Teacher training tragedy

I escaped from my daily life of writing and rurality last week and went off to meet a friend in the city. It gets me back in touch with life other than one either closeted at the computer or striding the marshes. Although an hour or two of crowds and that’s plenty to top up my need to escape for another month.

My friend is a senior lecturer in education with several years experience in teacher training. So you can imagine we inevitably talk about schools and how we could make it better, particularly for those children who are failed by the system. She’d read in the comments on my blogs about dyslexia of people’s experience of support – or not! So I asked her how teachers are trained to cope with special educational needs. She suggested they’re not…here’s what she told me…

One of the key difficulties is that PGCE teacher training courses are too short. According to the Standards for Qualified Teacher Status, trainees are required to have knowledge of relevant government policies and also know how to make personalised provision for those they teach, including children with special educational needs.

If any teacher suspects that a child has a learning difficulty they should inform the SENCO in the school who has some training. The SENCO cannot diagnose a learning difficulty because they are not trained to do so but should, with parental permission, contact relevant specialists for advice and assessments.

The tragedy of course is that somewhere this system isn’t working for many children, who struggle undiagnosed throughout their school life. Change is needed somewhere and teacher training is the most obvious place to start, so that new teachers entering the system are more fully prepared to spot the signs of a learning difficulty that experienced teachers might have missed. There are, however, so many different types of difficulties that this is far from simple.

Further, the government is proposing to train more and more students in schools. The full details of these plans are not yet known. But if the role of training is increased even further for practising teachers, who are already overloaded, how much time will be given to special educational needs training? Let’s hope this is given a high priority and furthermore, is assessed and monitored to ensure that all schools are providing a high quality level of training.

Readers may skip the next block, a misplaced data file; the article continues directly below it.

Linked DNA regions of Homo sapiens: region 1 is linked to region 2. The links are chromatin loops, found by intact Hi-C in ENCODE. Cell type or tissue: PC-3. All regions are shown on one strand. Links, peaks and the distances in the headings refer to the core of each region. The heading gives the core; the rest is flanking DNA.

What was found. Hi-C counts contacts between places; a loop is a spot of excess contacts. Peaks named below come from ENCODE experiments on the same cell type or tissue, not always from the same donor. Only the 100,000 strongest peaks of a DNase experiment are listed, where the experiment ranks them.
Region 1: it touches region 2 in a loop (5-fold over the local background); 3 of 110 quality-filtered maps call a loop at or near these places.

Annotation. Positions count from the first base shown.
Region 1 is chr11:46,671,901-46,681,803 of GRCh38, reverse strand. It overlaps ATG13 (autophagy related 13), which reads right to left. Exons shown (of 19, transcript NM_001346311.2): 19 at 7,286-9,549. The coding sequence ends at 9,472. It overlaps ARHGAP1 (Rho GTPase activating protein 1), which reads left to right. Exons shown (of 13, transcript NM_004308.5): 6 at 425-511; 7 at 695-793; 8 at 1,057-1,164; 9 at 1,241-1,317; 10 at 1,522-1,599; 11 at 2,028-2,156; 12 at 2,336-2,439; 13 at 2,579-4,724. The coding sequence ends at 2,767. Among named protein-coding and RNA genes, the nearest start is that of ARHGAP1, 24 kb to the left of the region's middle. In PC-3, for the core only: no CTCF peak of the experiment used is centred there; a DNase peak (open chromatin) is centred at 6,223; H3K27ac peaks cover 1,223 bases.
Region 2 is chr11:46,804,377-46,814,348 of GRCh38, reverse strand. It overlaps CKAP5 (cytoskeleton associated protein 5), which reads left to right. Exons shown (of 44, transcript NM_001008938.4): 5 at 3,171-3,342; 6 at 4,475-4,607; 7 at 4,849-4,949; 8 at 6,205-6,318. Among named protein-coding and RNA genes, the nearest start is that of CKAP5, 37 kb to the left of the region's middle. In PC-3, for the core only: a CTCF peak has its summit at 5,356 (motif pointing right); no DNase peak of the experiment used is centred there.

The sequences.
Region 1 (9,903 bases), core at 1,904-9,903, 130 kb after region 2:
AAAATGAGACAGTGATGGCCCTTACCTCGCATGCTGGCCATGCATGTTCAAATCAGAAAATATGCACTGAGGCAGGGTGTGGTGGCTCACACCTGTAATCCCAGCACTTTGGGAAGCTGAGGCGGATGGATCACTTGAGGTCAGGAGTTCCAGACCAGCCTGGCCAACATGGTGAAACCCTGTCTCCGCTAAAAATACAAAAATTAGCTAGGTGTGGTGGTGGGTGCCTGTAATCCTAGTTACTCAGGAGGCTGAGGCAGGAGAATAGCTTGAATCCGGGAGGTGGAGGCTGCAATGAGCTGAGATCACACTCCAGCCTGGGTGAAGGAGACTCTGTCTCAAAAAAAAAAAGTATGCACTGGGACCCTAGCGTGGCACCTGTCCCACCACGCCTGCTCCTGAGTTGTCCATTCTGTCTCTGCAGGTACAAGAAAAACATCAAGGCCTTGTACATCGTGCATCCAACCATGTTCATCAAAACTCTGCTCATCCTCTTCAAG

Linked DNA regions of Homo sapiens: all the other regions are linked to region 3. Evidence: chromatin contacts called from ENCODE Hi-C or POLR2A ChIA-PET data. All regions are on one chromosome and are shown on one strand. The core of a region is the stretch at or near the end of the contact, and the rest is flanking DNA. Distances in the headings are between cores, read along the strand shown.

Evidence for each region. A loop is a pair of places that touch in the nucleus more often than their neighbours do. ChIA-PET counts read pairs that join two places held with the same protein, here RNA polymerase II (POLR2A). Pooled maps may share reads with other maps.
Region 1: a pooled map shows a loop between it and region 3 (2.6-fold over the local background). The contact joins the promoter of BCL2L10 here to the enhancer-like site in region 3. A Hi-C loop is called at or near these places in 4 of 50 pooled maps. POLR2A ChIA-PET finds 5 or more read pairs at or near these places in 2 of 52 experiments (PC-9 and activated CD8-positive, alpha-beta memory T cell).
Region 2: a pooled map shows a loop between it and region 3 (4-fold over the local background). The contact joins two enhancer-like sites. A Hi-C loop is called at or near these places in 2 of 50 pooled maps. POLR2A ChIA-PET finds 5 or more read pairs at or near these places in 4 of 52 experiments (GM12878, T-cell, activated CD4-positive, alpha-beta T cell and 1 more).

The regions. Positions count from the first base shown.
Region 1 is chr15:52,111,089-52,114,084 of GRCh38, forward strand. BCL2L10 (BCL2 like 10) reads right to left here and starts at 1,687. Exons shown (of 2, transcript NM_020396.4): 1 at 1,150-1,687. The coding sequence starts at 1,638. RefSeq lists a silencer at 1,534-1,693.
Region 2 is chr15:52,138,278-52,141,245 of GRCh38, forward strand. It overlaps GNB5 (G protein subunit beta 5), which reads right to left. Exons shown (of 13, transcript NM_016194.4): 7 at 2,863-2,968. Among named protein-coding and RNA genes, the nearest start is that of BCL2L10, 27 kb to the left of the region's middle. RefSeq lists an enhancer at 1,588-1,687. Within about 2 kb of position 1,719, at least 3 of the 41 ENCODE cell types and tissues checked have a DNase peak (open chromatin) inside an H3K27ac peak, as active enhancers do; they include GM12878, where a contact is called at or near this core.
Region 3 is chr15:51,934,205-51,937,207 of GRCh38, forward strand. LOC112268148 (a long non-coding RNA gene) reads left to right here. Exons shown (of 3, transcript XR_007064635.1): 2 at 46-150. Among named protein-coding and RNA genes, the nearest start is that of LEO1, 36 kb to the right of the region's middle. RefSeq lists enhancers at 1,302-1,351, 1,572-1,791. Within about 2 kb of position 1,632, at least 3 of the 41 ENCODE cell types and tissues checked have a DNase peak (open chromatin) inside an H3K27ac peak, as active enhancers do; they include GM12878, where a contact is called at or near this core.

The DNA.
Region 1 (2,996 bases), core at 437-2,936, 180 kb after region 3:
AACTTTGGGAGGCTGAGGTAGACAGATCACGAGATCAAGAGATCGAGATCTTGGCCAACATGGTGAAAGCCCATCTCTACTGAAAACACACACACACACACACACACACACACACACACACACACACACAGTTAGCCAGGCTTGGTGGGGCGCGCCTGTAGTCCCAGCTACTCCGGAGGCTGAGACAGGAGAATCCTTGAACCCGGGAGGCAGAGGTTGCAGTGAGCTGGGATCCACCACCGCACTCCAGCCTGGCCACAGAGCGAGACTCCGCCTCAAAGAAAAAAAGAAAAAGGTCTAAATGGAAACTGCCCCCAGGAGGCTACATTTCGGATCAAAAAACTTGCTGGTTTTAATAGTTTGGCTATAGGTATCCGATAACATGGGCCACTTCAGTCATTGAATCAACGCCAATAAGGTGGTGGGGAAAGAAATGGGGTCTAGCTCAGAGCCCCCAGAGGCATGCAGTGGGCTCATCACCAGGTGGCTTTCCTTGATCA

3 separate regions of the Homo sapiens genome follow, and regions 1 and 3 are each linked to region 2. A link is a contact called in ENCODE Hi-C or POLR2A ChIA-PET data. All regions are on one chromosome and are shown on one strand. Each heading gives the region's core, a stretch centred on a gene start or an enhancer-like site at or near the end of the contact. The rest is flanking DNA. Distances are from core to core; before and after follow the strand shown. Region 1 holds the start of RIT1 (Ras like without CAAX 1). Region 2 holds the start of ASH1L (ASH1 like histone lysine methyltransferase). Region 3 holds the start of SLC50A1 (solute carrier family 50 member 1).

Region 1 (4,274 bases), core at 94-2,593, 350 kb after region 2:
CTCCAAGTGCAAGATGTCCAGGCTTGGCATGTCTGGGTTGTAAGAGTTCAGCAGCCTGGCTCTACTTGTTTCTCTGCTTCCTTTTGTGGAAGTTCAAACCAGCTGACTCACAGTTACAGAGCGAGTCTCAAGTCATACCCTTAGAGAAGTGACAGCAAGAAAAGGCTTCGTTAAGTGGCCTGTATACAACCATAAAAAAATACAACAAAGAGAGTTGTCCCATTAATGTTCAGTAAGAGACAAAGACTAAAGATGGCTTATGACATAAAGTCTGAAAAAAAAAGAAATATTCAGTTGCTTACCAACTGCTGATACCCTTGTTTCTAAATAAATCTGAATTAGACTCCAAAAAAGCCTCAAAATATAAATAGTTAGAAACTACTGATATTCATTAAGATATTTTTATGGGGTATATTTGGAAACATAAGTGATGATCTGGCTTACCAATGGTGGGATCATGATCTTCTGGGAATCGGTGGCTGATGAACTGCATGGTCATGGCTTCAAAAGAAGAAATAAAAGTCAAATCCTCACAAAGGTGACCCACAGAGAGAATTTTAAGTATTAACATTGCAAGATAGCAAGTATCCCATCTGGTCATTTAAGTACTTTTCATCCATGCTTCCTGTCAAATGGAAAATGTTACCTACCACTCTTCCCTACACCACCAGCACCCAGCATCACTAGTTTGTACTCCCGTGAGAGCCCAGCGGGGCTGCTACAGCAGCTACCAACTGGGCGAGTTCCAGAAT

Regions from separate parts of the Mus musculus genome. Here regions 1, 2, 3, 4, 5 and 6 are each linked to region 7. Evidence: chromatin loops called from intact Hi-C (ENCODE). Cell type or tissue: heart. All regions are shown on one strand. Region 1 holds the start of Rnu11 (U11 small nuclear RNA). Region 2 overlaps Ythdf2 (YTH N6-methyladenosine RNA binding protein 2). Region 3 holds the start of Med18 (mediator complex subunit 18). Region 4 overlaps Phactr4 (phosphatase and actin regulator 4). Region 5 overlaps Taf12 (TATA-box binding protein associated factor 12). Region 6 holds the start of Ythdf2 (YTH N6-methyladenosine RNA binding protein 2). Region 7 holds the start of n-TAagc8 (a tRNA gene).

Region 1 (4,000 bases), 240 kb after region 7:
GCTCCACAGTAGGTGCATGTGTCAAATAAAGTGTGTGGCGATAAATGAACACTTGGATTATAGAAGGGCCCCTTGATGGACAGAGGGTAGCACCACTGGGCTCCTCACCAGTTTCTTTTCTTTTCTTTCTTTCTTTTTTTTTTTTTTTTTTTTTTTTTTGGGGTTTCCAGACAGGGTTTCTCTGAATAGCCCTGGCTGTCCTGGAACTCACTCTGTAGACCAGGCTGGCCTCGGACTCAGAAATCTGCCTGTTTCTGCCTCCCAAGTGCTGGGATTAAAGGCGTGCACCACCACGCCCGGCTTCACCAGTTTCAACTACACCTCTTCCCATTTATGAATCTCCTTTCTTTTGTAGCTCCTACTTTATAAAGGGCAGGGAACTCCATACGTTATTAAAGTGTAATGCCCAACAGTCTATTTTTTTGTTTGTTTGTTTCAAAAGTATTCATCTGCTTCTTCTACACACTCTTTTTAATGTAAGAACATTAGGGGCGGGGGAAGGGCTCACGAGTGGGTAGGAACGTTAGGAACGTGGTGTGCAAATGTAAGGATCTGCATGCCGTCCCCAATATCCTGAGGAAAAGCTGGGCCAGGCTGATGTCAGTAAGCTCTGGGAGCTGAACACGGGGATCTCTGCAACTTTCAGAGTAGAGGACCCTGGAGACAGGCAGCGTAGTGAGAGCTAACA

It’s staggering! Here we parents all are assuming teachers will know how to deal with all these differing needs. But they don’t. And it looks like the reason they don’t is that they are so busy fulfilling the needs of the system that the needs of the individual are lost. With current cutting back the situation will become worse. If we don’t spend money on training teachers what does that say about how we rate them and the teaching of our children?

What we really need is for the focus to come back off the politics and get back onto the children. That’s what education is supposed to be about!


2 thoughts on “Teacher training tragedy

  1. Education has never been about anything else other than politics. I am old enough to remember the teacher’s strikes in the 1980’s when consciencious teachers met me in a car park to give me feedback while others bullied their colleagues into leaflet distribution in Bradford. I can remember one friend hiding in the toilets until the militants had gone.

  2. A friend was initially employed at school part-time, but was then given a job as a learning support assistant at the same school. She was given the job of assisting a child with autism during the school day so he could access the curriculum.

    After several weeks of doing the job she asked me what autism was. ‘I don’t really know anything about it’ she said. !!!!.

    I was horrified that not only did she not know about the condition, but had been given no training AT ALL to enable her support the child and the family! I knew more than her from my limited contact with families who have autistic/spectrum disorder children.

    This was a well-funded ‘excellent’ school. If this is a typical example I can only imagine what the provision in schools for children with special needs is.

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